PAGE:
A new documentary on the women’s movement in the 1960s, She’s Beautiful When She’s Angry, is screening around the country and is available on DVD for instruction use. The film includes a lot of fascinating, previously unreleased footage from the early years of the 2nd Wave feminist movement, as well as new interviews with individuals integral to its founding.
The film is compelling in part because it demonstrates how ideas about gender that now feel common sense were revolutionary not long ago, while also underscoring the fact that the movement’s work is still incomplete. It is also interesting to see how proud those interviewed are of their involvement in the early years of the movement and how much it shaped the rest of their lives. Finally, the documentary provides a unique glimpse into the internal dynamics and disagreements within the movement during these early years. Continue reading
Whittier, Nancy. 2009. The Politics of Child Sexual Abuse: Emotion, Social Movements, and the State. Oxford University Press.
It seems like a hard sell to convince academics to spend some of their “free” time in the summer reading books that center on the sexual assault of women and children. Yet, I find myself attempting this because of my certainty in quality of these two books; Danielle McGuire’s beautifully written At The Dark End of the Street: Black Women, Rape, and Resistance (2010, Random House) and Nancy Whittier’s incredibly intelligent The Politics of Child Sexual Abuse: Emotions, Social Movements and the State (2009, Oxford). Note: I have met Danielle McGuire and I am friends with my graduate school colleague Nancy Whittier. So while I have connected with these authors personally, my goal here is to focus on the intellectual and emotional connection I have with each of their books (knowing them personally is just an added benefit).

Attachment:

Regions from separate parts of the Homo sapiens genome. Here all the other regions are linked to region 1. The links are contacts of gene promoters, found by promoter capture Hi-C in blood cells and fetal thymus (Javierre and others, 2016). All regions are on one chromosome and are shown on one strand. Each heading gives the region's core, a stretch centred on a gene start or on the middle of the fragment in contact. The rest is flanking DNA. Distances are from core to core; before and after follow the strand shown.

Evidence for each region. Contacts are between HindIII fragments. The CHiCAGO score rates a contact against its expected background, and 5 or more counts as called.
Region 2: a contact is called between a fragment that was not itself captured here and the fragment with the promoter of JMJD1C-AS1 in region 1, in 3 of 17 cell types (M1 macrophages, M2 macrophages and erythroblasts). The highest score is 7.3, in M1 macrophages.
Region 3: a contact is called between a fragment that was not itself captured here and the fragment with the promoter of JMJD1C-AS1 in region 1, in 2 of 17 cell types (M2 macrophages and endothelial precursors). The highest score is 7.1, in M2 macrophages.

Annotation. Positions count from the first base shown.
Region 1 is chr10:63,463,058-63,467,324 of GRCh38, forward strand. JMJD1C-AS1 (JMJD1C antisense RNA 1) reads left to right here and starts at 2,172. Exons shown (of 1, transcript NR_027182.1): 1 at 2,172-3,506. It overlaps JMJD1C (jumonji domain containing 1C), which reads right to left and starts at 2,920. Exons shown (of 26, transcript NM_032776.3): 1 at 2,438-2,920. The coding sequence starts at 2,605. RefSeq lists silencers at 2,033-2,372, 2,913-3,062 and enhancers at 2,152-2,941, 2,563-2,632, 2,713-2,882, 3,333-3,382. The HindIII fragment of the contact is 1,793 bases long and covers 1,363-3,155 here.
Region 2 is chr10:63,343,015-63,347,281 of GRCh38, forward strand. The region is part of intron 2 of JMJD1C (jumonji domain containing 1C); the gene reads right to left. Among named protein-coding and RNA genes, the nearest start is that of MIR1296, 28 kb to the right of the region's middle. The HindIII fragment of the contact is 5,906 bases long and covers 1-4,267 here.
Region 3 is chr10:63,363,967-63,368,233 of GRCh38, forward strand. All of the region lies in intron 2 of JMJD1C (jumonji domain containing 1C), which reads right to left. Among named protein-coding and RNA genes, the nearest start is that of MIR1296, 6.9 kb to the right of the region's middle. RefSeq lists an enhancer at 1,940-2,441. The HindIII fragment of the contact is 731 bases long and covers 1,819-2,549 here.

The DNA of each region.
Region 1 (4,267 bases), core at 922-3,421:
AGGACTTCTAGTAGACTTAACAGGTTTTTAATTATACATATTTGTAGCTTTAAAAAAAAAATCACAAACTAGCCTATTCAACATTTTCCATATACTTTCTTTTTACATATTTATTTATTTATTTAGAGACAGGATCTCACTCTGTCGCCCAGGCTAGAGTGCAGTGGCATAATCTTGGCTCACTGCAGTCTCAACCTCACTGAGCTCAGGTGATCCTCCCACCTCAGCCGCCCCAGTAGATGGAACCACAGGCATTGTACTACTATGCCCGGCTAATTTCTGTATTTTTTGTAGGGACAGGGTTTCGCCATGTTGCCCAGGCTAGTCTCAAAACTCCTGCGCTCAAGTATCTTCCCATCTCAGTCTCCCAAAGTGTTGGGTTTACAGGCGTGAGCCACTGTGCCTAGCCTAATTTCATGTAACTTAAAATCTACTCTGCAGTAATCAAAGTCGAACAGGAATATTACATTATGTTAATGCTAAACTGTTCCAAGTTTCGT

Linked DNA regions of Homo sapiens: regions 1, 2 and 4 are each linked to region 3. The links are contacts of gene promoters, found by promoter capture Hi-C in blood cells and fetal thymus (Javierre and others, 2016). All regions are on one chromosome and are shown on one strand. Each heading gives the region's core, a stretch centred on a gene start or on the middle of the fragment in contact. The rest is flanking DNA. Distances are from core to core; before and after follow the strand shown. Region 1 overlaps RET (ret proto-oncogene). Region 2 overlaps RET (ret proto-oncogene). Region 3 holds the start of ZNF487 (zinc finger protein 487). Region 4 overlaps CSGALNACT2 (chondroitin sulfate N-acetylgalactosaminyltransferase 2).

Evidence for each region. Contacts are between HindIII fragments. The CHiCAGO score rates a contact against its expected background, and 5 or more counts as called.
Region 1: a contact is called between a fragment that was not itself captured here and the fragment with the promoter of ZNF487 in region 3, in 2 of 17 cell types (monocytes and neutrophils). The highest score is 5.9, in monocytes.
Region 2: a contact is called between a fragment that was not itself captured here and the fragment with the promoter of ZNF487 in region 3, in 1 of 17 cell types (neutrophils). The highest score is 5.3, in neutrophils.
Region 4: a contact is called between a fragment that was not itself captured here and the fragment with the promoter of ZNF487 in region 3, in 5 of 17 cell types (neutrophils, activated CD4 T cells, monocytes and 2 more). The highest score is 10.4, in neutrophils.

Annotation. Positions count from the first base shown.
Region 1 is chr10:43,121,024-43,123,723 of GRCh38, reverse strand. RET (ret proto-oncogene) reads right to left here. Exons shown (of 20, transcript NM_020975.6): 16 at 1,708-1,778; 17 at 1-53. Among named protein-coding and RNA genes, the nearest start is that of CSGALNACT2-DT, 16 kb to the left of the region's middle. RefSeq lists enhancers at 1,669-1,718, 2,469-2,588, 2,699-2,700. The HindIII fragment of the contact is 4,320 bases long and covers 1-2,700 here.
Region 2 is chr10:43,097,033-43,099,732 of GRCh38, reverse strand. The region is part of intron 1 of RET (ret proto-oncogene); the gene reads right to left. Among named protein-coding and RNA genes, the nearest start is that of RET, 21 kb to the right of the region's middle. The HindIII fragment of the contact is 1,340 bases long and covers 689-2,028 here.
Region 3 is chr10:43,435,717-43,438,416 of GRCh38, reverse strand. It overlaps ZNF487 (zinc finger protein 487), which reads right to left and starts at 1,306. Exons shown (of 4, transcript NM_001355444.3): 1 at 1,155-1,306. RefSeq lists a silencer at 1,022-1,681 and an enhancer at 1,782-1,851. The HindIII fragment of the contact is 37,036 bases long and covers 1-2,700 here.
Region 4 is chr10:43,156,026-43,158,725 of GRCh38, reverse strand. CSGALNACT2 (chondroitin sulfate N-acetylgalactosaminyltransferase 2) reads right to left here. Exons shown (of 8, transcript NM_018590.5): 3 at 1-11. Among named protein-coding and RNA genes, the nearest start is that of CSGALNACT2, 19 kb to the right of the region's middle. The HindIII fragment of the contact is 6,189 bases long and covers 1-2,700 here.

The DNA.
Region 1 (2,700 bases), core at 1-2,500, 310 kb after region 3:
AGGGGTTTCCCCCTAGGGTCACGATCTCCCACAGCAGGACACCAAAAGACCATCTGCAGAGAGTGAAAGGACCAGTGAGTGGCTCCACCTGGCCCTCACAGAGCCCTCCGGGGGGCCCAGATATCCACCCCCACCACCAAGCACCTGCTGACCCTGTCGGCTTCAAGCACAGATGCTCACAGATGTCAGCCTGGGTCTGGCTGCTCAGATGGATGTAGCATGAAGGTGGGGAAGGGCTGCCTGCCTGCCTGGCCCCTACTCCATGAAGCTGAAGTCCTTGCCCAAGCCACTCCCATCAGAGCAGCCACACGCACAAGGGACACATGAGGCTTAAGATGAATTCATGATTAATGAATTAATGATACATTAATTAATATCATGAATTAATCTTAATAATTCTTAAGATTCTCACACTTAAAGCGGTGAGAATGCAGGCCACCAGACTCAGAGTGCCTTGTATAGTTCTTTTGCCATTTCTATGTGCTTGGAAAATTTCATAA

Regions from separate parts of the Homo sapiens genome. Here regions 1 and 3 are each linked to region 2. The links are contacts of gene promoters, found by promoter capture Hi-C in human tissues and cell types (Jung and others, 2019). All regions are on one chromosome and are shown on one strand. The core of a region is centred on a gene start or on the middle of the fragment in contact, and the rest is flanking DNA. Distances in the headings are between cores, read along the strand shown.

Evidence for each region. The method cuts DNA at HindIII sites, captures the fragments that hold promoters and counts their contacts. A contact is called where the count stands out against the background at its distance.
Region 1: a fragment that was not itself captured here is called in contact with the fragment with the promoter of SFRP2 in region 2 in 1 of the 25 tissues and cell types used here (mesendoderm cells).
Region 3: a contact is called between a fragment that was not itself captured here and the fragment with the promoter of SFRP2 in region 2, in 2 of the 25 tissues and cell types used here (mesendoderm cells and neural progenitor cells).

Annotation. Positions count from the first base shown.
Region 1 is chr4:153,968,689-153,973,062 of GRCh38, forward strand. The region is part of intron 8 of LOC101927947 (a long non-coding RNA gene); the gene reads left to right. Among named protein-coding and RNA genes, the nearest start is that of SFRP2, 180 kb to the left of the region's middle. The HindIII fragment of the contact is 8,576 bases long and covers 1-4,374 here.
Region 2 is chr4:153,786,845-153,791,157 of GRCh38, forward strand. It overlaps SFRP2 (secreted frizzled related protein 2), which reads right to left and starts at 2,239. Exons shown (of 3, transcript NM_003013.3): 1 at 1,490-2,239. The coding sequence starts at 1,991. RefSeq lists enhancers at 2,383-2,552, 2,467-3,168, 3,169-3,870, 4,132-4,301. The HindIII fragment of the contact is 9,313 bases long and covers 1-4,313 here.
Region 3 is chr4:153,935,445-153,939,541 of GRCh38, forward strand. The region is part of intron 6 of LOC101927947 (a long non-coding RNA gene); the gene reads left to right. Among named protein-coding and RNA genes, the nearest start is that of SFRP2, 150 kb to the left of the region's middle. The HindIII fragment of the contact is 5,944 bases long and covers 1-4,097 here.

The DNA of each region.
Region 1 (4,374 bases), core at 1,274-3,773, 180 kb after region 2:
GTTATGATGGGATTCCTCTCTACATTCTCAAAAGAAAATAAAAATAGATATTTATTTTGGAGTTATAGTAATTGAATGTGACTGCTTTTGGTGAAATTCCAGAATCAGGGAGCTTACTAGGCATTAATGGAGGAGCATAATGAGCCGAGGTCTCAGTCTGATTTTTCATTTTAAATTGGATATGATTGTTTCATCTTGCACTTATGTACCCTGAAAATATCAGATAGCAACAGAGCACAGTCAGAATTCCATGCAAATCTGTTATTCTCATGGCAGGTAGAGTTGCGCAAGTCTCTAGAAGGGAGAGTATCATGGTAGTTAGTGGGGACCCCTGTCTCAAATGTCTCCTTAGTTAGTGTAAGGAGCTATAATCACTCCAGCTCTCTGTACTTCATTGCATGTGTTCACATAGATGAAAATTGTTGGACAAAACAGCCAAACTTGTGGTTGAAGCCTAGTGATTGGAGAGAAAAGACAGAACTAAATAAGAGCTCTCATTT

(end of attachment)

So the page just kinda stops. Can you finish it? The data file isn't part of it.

So why should you read these books? First, taken together they underscore the importance and often overlooked issue of sexual assault in the study of movements. McGuire, a historian, retells the story of the origins of the civil rights movements through the epidemic of rapes of black women. Starting with anti-rape activism of Rosa Parks, McGuire tells a compelling and sometimes horrifyingly detailed story of the rapes, assaults, and murders of black women in a time when it was “open season” for white men to go “hunting.” Starting (and ending) with the story of Recy Taylor, McGuire carefully traces these cases and the grassroots organizing that sprung up around them, eventually coalescing in an infrastructure that carried the movement forward. Continue reading
Last Sunday was Mother’s Day, and many of my friends had Facebook posts about the radical anti-war origins of this holiday.
In 1870 feminist Julia Ward Howe penned the anti-war “Mother’s Day Proclamation,” which begins:
Arise then … women of this day!
Arise, all women who have hearts!
Whether your baptism be of water or of tears!
“We will not have questions answered by irrelevant agencies,
Our husbands will not come to us, reeking with carnage,
For caresses and applause.
Our sons shall not be taken from us to unlearn
All that we have been able to teach them of charity, mercy and patience.
We, the women of one country,
Will be too tender of those of another country
To allow our sons to be trained to injure theirs.”